Steinbeck could easily be my favorite author. I’ve read Grapes of Wrath three times and have plans to read it again. My favorite short story of ALL TIME is written by him and called Johnny Bear (just google it and you can probably find a copy to read.)
JS is amazing. I can’t get over the way he captures human nature the way no other author has been able to do. He gets inside the brain of mankind and he doesn’t leave any of it out. He has a point, a message, but he rarely rants about one thing without giving “devil’s advocate” a say. How can we hate the man who’s plowing down our house? He has a family, too. Blame the bank, blame the system, the government… it’s all men, but it’s beyond men. Hate doesn’t exactly have a say when it comes to society treating some well and some poorly.
In Dubious Battle was once described to me as an intense, in-your-face, punch in the gut version of Grapes of Wrath. I’d have to say I completely agree. “Read it, Melinda, and you’ll love it,” I was told. And so I read it.
I don’t know as much as some, but I have reason to believe that the union isn’t what it once was. I’ve seen unions do things that aren’t helpful. My own husband works at Whole Foods, where there is no union, but they treat their employees SO WELL because of it. They don’t need a union. If I were to have ideals about the working man getting his due (which I DO!), I’d have to say that’s the Old Union. People with Shame On posters drive me up the wall.
In true John Steinbeck fashion, this book has paragraphs that I read over and over again. Not because I didn’t understand it, but because I wanted the words to soak up into me and become part of who I am. I want to remember the words. I want to repeat them, think of them, and learn more about myself in the process.
In Dubious Battle is about a man, Mac, who is a member of the Party (which party, however, is never specified), and becomes the [hidden] leader of a fruit picking strike. Jim joins Mac, and in doing so, becomes more like Mac than Mac, himself.
Before Jim joins the party:
Jim looked evenly at him. “Do you ever work at a job where, when you got enough skill to get a raise in pay, you were fired and a new man put in? Did you ever work in a place where they talked about loyalty to the firm, and loyalty meant spying on the people around you? Hell, I’ve got nothing to lose.”
“Nothing except hatred,” Harry said quietly. “You’re going to be surprised when you see that you stop hating people. I don’t know why it is, but that’s what usually happens.”
“…You can’t make a general rule of it, because sometimes it flops, but mostly a guy that tries to scare you is a guy that can be scared.”
“Do you know that ten men can lift nearly twelve times as big a load as one man can?”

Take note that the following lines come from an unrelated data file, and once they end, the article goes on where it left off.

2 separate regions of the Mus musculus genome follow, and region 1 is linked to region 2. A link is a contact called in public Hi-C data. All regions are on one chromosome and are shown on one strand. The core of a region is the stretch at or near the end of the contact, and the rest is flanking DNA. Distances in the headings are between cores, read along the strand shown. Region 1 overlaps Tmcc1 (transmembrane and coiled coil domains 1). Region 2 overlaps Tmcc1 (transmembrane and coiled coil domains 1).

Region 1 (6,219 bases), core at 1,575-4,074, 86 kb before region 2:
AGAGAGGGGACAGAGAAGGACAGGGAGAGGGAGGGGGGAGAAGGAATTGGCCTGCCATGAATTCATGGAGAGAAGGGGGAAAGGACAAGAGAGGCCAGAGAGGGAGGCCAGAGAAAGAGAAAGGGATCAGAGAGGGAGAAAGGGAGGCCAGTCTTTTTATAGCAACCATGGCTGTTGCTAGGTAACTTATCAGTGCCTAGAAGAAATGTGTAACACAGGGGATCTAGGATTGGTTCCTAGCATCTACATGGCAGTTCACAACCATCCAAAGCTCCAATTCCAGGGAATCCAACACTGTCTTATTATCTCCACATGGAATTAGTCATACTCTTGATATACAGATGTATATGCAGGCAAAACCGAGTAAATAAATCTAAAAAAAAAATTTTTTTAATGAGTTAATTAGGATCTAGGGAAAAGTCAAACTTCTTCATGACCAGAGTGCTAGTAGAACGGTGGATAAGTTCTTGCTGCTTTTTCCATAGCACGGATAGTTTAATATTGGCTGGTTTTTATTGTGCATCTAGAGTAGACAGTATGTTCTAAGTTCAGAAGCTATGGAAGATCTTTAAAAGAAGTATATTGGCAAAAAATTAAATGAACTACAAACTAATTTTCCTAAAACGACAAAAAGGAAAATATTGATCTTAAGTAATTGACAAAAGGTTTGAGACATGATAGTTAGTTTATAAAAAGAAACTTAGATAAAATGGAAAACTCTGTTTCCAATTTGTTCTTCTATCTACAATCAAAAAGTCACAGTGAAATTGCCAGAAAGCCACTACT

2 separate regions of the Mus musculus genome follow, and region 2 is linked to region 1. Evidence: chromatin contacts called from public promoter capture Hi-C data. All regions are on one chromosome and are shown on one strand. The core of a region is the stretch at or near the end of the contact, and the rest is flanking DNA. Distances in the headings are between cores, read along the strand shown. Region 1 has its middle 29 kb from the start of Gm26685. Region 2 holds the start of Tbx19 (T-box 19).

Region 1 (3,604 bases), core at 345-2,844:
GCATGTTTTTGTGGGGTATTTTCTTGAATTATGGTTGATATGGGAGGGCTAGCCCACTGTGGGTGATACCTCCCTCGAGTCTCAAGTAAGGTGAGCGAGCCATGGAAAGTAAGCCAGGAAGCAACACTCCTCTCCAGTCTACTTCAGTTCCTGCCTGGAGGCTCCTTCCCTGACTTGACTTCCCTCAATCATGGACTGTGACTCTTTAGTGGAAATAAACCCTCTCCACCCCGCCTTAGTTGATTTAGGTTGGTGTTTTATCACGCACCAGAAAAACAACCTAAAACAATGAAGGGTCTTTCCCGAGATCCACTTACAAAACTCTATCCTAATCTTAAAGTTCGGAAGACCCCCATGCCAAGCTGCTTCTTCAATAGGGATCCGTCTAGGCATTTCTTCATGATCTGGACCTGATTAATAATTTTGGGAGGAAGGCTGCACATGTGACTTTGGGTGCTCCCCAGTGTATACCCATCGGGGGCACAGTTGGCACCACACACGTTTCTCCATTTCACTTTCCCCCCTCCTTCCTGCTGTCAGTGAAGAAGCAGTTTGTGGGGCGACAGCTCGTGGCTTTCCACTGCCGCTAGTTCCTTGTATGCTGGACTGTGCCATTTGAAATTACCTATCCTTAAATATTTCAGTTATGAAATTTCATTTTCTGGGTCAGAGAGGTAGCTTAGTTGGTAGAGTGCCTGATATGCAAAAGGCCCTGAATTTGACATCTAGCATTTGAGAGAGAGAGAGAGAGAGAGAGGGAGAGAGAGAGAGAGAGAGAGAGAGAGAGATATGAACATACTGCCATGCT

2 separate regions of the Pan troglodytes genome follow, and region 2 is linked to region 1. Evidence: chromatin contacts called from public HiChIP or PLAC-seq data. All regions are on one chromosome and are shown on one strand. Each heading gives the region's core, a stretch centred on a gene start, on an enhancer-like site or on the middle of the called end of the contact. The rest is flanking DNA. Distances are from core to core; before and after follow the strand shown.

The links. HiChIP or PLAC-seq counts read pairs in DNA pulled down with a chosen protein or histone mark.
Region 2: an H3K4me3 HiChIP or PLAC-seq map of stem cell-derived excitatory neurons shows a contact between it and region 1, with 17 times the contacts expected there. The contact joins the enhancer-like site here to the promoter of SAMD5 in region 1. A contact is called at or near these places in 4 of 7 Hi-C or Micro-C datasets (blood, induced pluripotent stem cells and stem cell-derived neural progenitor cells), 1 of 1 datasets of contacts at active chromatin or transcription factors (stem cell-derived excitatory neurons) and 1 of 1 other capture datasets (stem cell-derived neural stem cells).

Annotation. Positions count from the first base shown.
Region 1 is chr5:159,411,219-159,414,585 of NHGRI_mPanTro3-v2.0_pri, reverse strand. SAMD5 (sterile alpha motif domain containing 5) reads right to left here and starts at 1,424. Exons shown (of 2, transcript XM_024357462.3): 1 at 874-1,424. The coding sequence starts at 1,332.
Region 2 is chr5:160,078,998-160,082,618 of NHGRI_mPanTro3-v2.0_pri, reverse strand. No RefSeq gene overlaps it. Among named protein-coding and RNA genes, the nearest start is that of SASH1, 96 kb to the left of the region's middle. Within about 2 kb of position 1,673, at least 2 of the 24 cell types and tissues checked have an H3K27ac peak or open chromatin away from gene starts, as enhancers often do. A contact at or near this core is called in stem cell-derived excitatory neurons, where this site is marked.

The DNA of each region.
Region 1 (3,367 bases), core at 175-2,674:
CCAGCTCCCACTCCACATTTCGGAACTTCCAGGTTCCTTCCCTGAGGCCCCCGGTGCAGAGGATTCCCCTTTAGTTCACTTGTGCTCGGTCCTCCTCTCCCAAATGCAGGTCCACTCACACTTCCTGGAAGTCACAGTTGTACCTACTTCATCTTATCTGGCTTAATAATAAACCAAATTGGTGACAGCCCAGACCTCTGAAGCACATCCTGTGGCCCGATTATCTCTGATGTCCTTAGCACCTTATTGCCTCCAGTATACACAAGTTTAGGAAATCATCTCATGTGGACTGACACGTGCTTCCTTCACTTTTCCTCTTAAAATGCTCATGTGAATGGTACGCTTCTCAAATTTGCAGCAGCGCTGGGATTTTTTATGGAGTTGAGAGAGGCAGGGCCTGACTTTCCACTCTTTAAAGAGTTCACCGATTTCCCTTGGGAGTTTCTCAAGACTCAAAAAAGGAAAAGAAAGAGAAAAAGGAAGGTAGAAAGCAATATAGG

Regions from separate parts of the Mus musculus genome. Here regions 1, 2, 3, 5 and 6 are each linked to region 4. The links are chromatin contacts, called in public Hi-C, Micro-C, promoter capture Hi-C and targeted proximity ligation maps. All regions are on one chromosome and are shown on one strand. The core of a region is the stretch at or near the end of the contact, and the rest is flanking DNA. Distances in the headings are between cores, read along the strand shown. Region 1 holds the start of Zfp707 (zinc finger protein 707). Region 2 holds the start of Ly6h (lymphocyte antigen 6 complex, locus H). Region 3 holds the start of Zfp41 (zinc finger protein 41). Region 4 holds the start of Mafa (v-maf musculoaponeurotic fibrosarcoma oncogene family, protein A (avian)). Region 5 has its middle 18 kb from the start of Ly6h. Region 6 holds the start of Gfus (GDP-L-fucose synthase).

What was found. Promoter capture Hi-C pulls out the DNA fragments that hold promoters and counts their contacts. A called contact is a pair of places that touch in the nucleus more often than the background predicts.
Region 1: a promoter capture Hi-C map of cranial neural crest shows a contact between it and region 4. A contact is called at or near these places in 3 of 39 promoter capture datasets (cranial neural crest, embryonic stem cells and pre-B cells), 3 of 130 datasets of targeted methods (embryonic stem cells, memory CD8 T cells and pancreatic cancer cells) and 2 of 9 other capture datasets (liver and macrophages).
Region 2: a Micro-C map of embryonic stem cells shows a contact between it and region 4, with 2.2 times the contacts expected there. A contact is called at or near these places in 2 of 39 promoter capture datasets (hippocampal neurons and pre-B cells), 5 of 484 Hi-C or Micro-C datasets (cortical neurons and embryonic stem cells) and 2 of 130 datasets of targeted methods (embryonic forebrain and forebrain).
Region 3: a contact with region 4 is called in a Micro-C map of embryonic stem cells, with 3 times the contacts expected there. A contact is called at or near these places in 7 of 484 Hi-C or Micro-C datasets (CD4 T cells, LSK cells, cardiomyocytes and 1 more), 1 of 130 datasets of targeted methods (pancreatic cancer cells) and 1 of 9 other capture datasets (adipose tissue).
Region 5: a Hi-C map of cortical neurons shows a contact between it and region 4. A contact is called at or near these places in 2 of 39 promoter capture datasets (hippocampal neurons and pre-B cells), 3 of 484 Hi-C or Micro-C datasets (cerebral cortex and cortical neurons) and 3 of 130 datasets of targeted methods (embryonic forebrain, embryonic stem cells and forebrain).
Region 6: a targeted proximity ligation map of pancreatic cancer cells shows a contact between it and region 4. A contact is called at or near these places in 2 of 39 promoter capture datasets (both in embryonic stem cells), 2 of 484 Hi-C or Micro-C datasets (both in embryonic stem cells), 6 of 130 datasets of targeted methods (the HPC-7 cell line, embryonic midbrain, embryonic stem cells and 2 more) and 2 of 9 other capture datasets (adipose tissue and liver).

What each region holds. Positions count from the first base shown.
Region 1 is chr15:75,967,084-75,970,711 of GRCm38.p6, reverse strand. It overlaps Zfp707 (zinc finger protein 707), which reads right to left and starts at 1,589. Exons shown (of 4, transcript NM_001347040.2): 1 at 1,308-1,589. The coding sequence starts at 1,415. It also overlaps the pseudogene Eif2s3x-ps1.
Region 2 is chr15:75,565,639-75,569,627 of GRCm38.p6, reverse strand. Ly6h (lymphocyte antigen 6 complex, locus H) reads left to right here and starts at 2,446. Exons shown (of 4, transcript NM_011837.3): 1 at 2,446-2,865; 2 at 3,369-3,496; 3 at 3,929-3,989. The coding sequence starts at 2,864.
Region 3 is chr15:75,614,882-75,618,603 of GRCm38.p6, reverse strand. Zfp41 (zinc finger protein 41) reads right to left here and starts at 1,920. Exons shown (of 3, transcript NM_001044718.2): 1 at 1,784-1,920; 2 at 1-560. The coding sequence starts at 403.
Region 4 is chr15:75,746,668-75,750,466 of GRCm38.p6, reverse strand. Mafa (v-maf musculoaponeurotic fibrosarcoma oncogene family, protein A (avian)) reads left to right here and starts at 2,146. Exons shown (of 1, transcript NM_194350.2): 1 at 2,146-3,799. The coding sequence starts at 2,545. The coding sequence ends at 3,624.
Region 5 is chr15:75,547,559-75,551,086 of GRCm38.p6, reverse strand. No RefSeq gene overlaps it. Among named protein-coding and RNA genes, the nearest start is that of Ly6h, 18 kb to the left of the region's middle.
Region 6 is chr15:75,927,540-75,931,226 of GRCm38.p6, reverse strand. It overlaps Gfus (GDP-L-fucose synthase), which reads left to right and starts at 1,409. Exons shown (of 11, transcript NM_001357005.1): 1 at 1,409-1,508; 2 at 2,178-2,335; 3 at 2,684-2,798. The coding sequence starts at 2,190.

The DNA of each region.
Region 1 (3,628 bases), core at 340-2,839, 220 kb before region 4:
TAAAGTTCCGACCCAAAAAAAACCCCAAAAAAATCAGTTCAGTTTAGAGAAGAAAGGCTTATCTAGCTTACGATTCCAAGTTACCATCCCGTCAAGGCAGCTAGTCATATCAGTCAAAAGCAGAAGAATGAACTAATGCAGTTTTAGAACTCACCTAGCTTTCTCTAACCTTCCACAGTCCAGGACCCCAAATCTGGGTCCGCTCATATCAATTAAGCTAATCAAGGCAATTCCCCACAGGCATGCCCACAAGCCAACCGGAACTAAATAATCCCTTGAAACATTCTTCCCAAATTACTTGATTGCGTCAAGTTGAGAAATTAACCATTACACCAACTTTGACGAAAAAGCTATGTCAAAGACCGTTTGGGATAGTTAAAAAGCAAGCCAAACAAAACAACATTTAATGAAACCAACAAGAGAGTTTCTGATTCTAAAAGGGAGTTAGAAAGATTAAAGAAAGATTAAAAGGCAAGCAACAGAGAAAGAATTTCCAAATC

“Jim, I wish I knew it. But in my little experience the end is never very different in its nature from the means. Damn it, Jim, you can only build a violent thing with violence.”
John constantly pulls me in with his words. They’re beautiful. Simple and pure and lovely.
The candle and the dawn fought each other so that together they seemed to make less light than either would have made alone.
The air was full of their apathy, and full of their discontent.
Mac, who is such a leader, teaches Jim that in order to win this strike, he can’t think of individual men. If one barn has to be burned, then so be it. It’ll be better in the end. If Mac has to make some kid’s nose bleed to prove a point, it’s not about the kid, it’s about the strike and the small steps toward progress. “Making a billboard, not a corpse,” as he puts it.
I don’t think that violence is ever a good thing. I think human beings need to defend themselves and stand up for what they believe in. I truly believe that men, like the men that John Steinbeck writes, are hard to find these days. I’ve only met a few in my time.
No matter your political party, whether you are in a union or not, or whether you come from the bank side of things, or the farm, reading any John Steinbeck novel is a good dose of reality for you. We can’t forget the wars of dignity that have raged on. We cannot let the government take over our food the way they did during Steinbeck’s time. I think, if he could write a book about it, he’d write about Monsanto and GMOs and the way that people are being poisoned by their own government. He’d possibly point out that our basic needs were being controlled. I can just hear him saying:
They’re makin’ the people sick. They are. And you know what’ll happen next? People’ll have to go to the hospitals. But they can’t afford no hospitals. Then, guess what? They owe the bank. They owe the bank because of what they fed him. Made ‘im sick, then fed him more poison while he was there. A man has a right to grow his own crop and not get sued. A man’s got a right to feed his family somethin’ real.
Those words will never be JS’s words, but I hear them all the same.